Transforming Ordinary People into Extraordinary Followers of Christ

Transformation: Counseling In Community – Part 1 of 2

Sermon Summary

Jesus promised that in this life, we all will have trouble (John 16:33). Your trouble may be an addiction—to alcohol, drugs, pornography, shopping. It may be depression— loss or disappointment has left you in a dark and hopeless place. It could be anger— at your spouse, child, God, or even yourself. Marriage is always difficult, and often disappointing! We can’t avoid trouble, and it shouldn’t be resisted (James 1:2-4)). It is God’s process for growth and change. God has given us three resources for personal transformation: his Word (the Bible), his Spirit (God himself lives within us to empower us), and his people (other Christians whom God uses to help us grow and change). Day in, day out, for the rest of our lives, God uses these three resources as we worship with other believers, hear God’s Word preached, study it ourselves and in small groups, apply it in the power of the Holy Spirit, as “iron sharpens iron” we all help each other, slowly but surely, become transformed into the image of Christ. This is the “general stream” of discipleship. But every now and then there’s a rock in the river—an obstacle in the Christian life which has the power to get us stuck. In these situations God uses those same three resources, but they are applied in a “focused”, rather than a “general”, way. Biblical counseling is just “focused” discipleship.

You may have tried therapy—perhaps even for years. You may even have tried Christian counseling and been disappointed—remember, not all “Christian” counseling is actually biblical. You may have chosen to try medications—or to avoid them altogether. Will biblical counseling help you? In most situations, the answer is “yes”. Biblical counseling is built upon the conviction that the Bible is sufficient for addressing every personal, inter-personal, and spiritual problem (Psalm 19:7-14). The Bible contains principles which relate to every non-organic human problem (for “organic”, bodily problems, we see a physician), and even when we do have a physical (organic) difficulty, the Bible gives us hope and help so that we can experience joy—even if our problem never goes away. The Bible is Christ-centered. Jesus Christ is the “Wonderful Counselor” and the “Prince of Peace” (Isaiah 9:6). So biblical counseling is ultimately not about therapy, teachings, or a generic god—it points us to Jesus Christ and helps us know him so we can become more like him.

Growth and change is not automatic; it will not happen without work. In 1 Timothy 4:7, the Greek word rendered “discipline” is gumnaz, from which we get our word, “gymnasium”. What will biblical counseling be like? It will help you understand God’s purposes for your life—and to re-orient your goals. It will help you identify areas where your desires —be they for love, acceptance, success, peace, power, pleasure, meaning, comfort, control, freedom, happiness, or respect—have grown into demands. Does biblical counseling talk about sin? Yes—but that’s not all bad! If our desires have grown into sinful demands, that is a good thing to find out! Not all of our problems are due to our own sin, but wherever we’ve contributed to our difficulties, we want to know. Sin has a solution, and God will graciously give it to you! Biblical counseling will not “fix” you, me, or any of us. As long as we’re in this fallen world we all will continue to suffer and struggle with sin. But receiving biblical counsel can be a helpful step in your journey toward Christlikeness.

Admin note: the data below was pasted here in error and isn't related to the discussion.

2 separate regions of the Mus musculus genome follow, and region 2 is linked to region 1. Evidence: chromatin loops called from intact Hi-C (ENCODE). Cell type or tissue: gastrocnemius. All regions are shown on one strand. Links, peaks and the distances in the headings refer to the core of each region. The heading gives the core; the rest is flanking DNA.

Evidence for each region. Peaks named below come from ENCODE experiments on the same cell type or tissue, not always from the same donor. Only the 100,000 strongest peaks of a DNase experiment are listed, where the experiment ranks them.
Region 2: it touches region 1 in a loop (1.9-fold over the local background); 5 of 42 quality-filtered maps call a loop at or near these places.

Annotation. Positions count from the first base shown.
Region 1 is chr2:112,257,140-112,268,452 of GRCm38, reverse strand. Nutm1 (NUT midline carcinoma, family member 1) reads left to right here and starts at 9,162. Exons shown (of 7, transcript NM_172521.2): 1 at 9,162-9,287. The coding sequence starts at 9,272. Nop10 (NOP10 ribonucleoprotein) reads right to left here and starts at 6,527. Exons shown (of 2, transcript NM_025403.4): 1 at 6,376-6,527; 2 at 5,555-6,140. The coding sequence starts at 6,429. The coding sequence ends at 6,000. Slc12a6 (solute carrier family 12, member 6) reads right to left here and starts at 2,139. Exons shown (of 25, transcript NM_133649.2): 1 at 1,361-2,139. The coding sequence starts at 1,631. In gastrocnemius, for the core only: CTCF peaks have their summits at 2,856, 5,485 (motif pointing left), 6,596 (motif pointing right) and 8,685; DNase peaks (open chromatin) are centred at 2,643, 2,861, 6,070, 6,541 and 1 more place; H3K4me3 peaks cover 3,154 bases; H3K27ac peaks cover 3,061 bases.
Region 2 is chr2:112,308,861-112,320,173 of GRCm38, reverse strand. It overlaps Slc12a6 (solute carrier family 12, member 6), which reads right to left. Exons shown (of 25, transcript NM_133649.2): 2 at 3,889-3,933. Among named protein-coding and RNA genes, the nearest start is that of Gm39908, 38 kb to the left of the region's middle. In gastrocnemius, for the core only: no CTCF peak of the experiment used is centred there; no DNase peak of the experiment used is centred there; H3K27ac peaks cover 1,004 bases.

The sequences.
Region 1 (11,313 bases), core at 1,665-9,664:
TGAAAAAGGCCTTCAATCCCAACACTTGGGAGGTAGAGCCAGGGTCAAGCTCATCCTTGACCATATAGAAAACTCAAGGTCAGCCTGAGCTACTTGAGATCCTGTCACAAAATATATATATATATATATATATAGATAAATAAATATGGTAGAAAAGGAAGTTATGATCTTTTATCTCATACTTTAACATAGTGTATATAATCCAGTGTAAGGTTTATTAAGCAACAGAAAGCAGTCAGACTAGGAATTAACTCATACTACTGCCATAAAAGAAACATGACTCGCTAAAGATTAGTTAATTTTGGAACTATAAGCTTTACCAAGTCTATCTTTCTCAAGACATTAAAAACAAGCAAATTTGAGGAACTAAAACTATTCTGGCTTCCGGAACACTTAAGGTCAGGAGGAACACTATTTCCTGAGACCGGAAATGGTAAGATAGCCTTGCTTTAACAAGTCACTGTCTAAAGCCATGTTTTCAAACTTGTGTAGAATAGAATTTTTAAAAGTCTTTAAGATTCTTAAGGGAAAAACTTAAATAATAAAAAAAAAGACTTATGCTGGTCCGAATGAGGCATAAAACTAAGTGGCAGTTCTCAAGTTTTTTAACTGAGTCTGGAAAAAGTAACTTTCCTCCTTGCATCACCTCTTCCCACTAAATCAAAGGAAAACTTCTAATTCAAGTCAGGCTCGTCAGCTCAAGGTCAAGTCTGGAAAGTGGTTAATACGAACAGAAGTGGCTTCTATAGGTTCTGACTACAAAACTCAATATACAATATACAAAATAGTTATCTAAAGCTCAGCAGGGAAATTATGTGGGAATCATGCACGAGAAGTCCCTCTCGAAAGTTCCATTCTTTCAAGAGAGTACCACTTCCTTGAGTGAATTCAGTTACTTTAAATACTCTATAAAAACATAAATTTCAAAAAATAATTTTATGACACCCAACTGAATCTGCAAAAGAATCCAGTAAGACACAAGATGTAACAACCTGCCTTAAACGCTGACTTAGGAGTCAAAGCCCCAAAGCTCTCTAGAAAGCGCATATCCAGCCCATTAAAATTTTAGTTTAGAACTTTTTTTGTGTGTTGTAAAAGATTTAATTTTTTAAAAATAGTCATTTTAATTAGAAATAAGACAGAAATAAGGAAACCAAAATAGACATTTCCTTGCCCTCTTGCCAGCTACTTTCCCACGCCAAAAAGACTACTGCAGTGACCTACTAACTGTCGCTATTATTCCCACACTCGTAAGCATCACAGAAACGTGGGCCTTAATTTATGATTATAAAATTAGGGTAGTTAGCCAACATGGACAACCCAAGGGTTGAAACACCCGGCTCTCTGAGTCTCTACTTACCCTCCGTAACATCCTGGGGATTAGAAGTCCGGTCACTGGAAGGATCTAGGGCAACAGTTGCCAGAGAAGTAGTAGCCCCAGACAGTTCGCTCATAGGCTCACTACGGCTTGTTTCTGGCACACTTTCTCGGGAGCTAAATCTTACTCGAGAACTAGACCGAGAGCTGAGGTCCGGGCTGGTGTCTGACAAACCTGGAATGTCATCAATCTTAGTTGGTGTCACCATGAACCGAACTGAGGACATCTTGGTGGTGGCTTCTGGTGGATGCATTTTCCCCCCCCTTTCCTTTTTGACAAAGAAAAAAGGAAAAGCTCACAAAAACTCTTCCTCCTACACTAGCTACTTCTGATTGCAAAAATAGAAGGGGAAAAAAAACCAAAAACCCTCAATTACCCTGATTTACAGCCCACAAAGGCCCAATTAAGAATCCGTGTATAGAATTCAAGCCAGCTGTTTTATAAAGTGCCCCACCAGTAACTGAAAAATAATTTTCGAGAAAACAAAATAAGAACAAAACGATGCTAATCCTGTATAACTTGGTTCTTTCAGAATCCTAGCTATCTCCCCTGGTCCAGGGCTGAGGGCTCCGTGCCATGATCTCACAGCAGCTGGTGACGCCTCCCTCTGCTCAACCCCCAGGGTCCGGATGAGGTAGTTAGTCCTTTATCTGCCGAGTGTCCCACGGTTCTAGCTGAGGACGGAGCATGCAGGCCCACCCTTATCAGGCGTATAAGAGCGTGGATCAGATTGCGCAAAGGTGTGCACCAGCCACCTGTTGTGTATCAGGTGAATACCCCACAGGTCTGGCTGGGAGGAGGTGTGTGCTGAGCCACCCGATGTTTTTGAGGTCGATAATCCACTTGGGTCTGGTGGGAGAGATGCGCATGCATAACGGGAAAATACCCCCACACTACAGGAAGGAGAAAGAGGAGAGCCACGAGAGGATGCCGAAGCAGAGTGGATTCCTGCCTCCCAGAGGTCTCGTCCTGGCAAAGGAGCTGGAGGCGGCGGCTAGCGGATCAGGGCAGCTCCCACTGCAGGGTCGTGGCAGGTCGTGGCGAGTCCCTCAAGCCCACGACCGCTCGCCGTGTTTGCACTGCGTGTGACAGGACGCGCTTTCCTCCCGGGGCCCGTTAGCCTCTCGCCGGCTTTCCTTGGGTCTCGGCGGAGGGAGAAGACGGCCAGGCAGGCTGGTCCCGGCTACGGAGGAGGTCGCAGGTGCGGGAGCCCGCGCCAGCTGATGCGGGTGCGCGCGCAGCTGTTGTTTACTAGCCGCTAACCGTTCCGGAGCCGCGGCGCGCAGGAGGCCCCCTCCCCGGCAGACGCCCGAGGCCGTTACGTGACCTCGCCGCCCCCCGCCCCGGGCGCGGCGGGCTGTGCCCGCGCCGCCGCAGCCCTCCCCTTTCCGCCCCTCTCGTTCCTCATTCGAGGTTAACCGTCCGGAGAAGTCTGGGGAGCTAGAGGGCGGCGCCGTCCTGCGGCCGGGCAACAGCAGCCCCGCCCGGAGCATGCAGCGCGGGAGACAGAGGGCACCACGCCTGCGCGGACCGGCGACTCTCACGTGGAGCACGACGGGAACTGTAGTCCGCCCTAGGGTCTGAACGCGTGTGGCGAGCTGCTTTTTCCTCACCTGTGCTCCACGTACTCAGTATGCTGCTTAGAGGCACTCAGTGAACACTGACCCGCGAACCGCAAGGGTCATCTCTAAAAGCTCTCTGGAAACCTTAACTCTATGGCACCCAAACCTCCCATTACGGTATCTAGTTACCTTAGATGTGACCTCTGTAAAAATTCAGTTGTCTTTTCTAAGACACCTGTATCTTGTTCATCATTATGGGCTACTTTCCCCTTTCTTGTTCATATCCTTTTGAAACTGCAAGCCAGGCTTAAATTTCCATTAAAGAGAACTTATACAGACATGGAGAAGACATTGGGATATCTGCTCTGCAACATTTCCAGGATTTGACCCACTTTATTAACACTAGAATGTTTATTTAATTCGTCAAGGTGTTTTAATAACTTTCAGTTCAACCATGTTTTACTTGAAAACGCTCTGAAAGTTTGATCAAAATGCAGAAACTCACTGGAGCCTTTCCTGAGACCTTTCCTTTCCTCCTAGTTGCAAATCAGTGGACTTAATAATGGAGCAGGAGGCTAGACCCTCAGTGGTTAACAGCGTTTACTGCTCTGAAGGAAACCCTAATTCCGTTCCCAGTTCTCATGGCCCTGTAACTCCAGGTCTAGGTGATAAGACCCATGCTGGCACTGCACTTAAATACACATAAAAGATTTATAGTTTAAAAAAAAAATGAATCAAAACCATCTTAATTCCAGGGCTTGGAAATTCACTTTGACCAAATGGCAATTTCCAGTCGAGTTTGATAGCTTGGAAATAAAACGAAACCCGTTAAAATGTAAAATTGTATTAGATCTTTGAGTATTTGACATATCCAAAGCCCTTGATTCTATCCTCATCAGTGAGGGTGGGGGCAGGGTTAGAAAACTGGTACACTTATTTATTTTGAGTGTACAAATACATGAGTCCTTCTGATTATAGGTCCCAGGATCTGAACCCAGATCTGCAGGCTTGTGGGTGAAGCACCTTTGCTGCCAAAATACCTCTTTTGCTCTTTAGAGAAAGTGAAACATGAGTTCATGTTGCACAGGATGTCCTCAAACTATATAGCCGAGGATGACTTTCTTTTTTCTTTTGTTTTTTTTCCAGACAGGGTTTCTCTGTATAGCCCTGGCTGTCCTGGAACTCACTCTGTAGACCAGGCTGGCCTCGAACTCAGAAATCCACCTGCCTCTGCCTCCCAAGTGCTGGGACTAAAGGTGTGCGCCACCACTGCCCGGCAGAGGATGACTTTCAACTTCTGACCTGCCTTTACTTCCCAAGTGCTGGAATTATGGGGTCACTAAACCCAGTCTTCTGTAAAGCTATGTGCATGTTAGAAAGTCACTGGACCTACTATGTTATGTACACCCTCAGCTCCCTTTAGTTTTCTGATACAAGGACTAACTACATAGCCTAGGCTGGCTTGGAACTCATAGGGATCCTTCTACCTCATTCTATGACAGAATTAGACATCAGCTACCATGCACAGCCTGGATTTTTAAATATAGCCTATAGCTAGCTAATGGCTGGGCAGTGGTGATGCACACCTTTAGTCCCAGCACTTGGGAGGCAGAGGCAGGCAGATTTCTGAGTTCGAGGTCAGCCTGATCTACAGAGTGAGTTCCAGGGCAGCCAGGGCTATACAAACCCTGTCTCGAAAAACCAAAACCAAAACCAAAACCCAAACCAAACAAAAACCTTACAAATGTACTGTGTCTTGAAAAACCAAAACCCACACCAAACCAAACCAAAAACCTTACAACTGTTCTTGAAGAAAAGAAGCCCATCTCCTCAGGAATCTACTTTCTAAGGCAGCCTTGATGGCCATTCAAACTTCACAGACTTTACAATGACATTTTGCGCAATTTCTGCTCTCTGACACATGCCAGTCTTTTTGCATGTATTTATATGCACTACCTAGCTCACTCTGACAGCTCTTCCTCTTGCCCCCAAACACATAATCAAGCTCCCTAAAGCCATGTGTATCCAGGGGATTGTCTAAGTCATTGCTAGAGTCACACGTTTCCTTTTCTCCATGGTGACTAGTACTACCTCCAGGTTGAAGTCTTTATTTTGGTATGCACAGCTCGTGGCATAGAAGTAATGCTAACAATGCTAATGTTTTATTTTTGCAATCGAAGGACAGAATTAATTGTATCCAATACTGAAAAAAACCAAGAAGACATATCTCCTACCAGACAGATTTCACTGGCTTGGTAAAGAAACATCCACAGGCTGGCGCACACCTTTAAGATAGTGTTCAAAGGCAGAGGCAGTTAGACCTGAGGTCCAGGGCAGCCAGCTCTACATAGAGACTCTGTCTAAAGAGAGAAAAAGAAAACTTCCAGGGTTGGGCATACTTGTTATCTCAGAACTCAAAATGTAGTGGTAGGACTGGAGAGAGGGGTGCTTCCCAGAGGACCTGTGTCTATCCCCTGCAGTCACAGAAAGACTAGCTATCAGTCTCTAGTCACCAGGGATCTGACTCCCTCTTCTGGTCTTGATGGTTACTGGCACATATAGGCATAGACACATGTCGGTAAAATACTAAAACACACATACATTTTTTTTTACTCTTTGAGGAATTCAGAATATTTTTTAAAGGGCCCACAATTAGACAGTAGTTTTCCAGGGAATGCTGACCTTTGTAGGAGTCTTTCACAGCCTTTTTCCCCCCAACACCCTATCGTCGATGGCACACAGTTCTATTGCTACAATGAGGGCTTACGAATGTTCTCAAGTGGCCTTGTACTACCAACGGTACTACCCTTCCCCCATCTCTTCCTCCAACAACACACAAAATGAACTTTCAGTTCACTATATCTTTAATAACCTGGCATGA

Many people ask, “But shouldn’t I go to a ‘professional’?” For the suffering of this life, Christ is Who we need (Colossians 1:9—2:23), and he equips believers to counsel one another (Romans 15:13-14). Sure, some people have greater gifts and abilities than others do—but the Bible teaches that believers who allow their minds to be shaped by the truths of Scripture are able to counsel one another. (Of course, it is better when believers also get training in helping others carefully apply the Bible for life-change.) One last question—one that I hope is unnecessary at this point—but I’ll go ahead and ask it: “Isn’t counseling just for those with severe problems?!” Absolutely not! The Bible presents counseling one another as a normal part of the Christian life. It’s just focused discipleship.

Application / Challenge

  • Get fully engaged in the general stream of discipleship, making use of the three resources God has given us for growth and change: his Word, his Spirit, and his people.
  • Please consider joining the group of TCCers who will be attending this fall’s Counseling and Discipleship Training conference. Go to and click on “counseling” in the header.
  • Finally, if you feel at all “stuck” in your Christian life, if you’re ready for a marriage “tune-up”, if there’s some habit you’d like focused help in changing—please let TCC’s Biblical Counseling Ministry help you. Just write to At TCC, counseling is absolutely free!



Connect2TCC / Online Community